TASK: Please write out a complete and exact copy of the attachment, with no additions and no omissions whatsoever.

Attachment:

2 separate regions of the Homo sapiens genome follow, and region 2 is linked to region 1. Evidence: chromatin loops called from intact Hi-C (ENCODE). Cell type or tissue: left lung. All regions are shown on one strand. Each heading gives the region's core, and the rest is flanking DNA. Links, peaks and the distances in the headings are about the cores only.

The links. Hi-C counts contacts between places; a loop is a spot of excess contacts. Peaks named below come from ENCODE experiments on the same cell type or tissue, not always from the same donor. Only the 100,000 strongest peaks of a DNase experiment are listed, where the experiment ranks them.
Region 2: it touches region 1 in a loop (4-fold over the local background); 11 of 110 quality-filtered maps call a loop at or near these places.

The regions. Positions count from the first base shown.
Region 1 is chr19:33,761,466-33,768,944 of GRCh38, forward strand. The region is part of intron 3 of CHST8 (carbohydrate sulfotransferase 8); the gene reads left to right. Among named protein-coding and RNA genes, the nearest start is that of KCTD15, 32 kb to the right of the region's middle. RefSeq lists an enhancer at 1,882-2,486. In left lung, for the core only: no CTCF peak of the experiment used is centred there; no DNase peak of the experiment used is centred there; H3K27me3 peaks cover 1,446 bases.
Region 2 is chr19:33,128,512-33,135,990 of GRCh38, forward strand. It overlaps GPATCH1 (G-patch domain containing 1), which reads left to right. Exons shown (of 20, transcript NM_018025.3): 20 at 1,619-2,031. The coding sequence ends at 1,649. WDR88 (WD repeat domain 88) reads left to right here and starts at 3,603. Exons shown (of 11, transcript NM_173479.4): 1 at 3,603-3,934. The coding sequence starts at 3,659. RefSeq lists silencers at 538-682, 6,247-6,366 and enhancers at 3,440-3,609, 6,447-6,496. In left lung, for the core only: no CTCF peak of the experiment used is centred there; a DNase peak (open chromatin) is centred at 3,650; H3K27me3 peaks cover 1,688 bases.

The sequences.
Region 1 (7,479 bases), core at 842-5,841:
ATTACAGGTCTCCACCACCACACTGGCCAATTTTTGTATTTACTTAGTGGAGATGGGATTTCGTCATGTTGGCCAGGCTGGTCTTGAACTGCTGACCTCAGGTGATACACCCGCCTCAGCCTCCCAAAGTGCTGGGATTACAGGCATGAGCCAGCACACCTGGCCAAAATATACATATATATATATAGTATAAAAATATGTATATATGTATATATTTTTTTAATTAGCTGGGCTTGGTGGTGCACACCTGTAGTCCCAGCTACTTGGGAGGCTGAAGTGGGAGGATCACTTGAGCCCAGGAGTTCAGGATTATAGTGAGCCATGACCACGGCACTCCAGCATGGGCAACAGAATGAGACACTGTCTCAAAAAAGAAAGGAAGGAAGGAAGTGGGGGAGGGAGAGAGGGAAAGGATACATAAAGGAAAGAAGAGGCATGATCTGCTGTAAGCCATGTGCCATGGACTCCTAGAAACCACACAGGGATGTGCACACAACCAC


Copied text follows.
2 separate regions of the Homo sapiens genome follow, and region 2 is linked to region 1. Evidence: chromatin loops called from intact Hi-C (ENCODE). Cell type or tissue: left lung. All regions are shown on one strand. Each heading gives the region's core, and the rest is flanking DNA. Links, peaks and the distances in the headings are about the cores only.

The links. Hi-C counts contacts between places; a loop is a spot of excess contacts. Peaks named below come from ENCODE experiments on the same cell type or tissue, not always from the same donor. Only the 100,000 strongest peaks of a DNase experiment are listed, where the experiment ranks them.
Region 2: it touches region 1 in a loop (4-fold over the local background); 11 of 110 quality-filtered maps call a loop at or near these places.

The regions. Positions count from the first base shown.
Region 1 is chr19:33,761,466-33,768,944 of GRCh38, forward strand. The region is part of intron 3 of CHST8 (carbohydrate sulfotransferase 8); the gene reads left to right. Among named protein-coding and RNA genes, the nearest start is that of KCTD15, 32 kb to the right of the region's middle. RefSeq lists an enhancer at 1,882-2,486. In left lung, for the core only: no CTCF peak of the experiment used is centred there; no DNase peak of the experiment used is centred there; H3K27me3 peaks cover 1,446 bases.
Region 2 is chr19:33,128,512-33,135,990 of GRCh38, forward strand. It overlaps GPATCH1 (G-patch domain containing 1), which reads left to right. Exons shown (of 20, transcript NM_018025.3): 20 at 1,619-2,031. The coding sequence ends at 1,649. WDR88 (WD repeat domain 88) reads left to right here and starts at 3,603. Exons shown (of 11, transcript NM_173479.4): 1 at 3,603-3,934. The coding sequence starts at 3,659. RefSeq lists silencers at 538-682, 6,247-6,366 and enhancers at 3,440-3,609, 6,447-6,496. In left lung, for the core only: no CTCF peak of the experiment used is centred there; a DNase peak (open chromatin) is centred at 3,650; H3K27me3 peaks cover 1,688 bases.

The sequences.
Region 1 (7,479 bases), core at 842-5,841:
ATTACAGGTCTCCACCACCACACTGGCCAATTTTTGTATTTACTTAGTGGAGATGGGATTTCGTCATGTTGGCCAGGCTGGTCTTGAACTGCTGACCTCAGGTGATACACCCGCCTCAGCCTCCCAAAGTGCTGGGATTACAGGCATGAGCCAGCACACCTGGCCAAAATATACATATATATATATAGTATAAAAATATGTATATATGTATATATTTTTTTAATTAGCTGGGCTTGGTGGTGCACACCTGTAGTCCCAGCTACTTGGGAGGCTGAAGTGGGAGGATCACTTGAGCCCAGGAGTTCAGGATTATAGTGAGCCATGACCACGGCACTCCAGCATGGGCAACAGAATGAGACACTGTCTCAAAAAAGAAAGGAAGGAAGGAAGTGGGGGAGGGAGAGAGGGAAAGGATACATAAAGGAAAGAAGAGGCATGATCTGCTGTAAGCCATGTGCCATGGACTCCTAGAAACCACACAGGGATGTGCACACAACCAC